George Kegley '49 - Roanoke, Virginia; Community volunteer, retired journalist
George does everything from delivering Meals on Wheels to giving blood (he has donated 57 gallons over 50 years). Through the Lutheran Cooperative Ministry, he rounds up inner-city children each summer, outfits them with camping supplies and takes them to a week-long camp near Luray, Va. For years, he has worked with refugees, including families from Vietnam, Hungary, Afghanistan and Liberia. He is chairman of the Endangered Sites Committee of the Roanoke Valley Preservation Foundation. He has served on the boards of the Roanoke Rescue Mission, Pastoral Counseling Center, Western Virginia Land Trust, the Brandon Oaks Advisory Board and more. George edits the Journal of the Historical Society (he has worked for the Historical Society of Western Virginia for more than 30 years), as well as the monthly Virginia Lutheran and the quarterly insert for The Lutheran national magazine.
"In the 20+ years since I retired, I have become increasingly aware of the many needs facing less fortunate people in our community. As I work with refugees, people at our church food pantry and those on my Meals on Wheels route, I see so many elderly and disabled folks who for many different reasons are barely getting by with little or no hope of a comfortable future. If I can make their lives a little brighter, I hope I have helped the community and I have a sense of fulfillment. In helping others, I am influenced by my mother, who was a very compassionate person."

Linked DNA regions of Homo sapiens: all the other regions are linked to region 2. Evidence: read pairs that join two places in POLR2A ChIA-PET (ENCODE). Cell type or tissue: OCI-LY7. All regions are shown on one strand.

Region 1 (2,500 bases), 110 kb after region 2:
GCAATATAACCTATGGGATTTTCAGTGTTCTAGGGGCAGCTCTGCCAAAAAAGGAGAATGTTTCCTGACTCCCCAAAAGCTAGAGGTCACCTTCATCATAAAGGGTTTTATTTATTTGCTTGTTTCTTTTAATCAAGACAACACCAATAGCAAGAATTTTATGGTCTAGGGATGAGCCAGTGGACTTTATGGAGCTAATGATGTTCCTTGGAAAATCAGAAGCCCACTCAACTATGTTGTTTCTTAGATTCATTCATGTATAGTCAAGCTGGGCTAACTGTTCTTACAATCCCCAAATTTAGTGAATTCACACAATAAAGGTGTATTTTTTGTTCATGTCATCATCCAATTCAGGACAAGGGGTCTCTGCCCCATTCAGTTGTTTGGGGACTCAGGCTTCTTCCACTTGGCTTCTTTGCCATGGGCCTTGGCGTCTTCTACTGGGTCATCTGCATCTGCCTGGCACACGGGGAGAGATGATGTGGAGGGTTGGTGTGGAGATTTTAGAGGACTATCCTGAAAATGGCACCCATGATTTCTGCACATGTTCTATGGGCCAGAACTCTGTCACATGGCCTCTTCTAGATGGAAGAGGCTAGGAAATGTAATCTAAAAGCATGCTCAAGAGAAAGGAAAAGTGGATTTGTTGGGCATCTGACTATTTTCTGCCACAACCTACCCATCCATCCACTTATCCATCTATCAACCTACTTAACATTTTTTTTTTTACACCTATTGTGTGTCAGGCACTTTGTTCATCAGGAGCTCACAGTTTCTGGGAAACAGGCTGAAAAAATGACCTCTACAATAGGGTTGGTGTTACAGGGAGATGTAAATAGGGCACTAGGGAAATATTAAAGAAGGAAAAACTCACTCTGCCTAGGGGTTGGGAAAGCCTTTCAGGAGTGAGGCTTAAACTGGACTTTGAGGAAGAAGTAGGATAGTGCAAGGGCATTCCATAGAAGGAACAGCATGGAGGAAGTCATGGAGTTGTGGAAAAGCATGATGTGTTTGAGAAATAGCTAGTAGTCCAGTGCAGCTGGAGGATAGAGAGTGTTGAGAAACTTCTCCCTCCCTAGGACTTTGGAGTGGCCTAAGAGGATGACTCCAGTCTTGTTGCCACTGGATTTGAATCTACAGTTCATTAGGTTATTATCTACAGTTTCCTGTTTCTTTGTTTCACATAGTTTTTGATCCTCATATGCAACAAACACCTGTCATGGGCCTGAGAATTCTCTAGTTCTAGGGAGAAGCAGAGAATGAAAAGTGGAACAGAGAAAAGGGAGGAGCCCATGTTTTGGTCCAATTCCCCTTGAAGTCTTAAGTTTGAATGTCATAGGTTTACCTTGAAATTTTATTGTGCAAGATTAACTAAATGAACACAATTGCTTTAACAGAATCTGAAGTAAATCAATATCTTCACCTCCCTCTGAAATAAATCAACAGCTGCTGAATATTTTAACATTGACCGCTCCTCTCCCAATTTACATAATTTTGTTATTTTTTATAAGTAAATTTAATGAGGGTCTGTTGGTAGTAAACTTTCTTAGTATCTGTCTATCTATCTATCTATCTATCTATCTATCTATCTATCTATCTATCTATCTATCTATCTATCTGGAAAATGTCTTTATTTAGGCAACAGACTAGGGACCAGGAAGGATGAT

"Although the College did not have a great emphasis on community service in my time, 60 years ago, I began to seriously consider such traits as responsibility and the College's great traditions through our president, Dr. Charlie Smith, and senior faculty members. I thought about my forefathers - my grandfather, Rev. James A. Brown, served on the College's first board of trustees. My father and four uncles, a great-uncle and a half-dozen cousins were Roanoke students. Could I contribute as much to society as they have? There must be a legacy there somewhere."
"Coming from a small-town high school in post-World War II days, I was impressed by the high quality of scholarship I found at Roanoke. I was an English major and many of my friends worked in the sciences and math but we all met high standards which led to successful, professional careers for many in the Class of '49."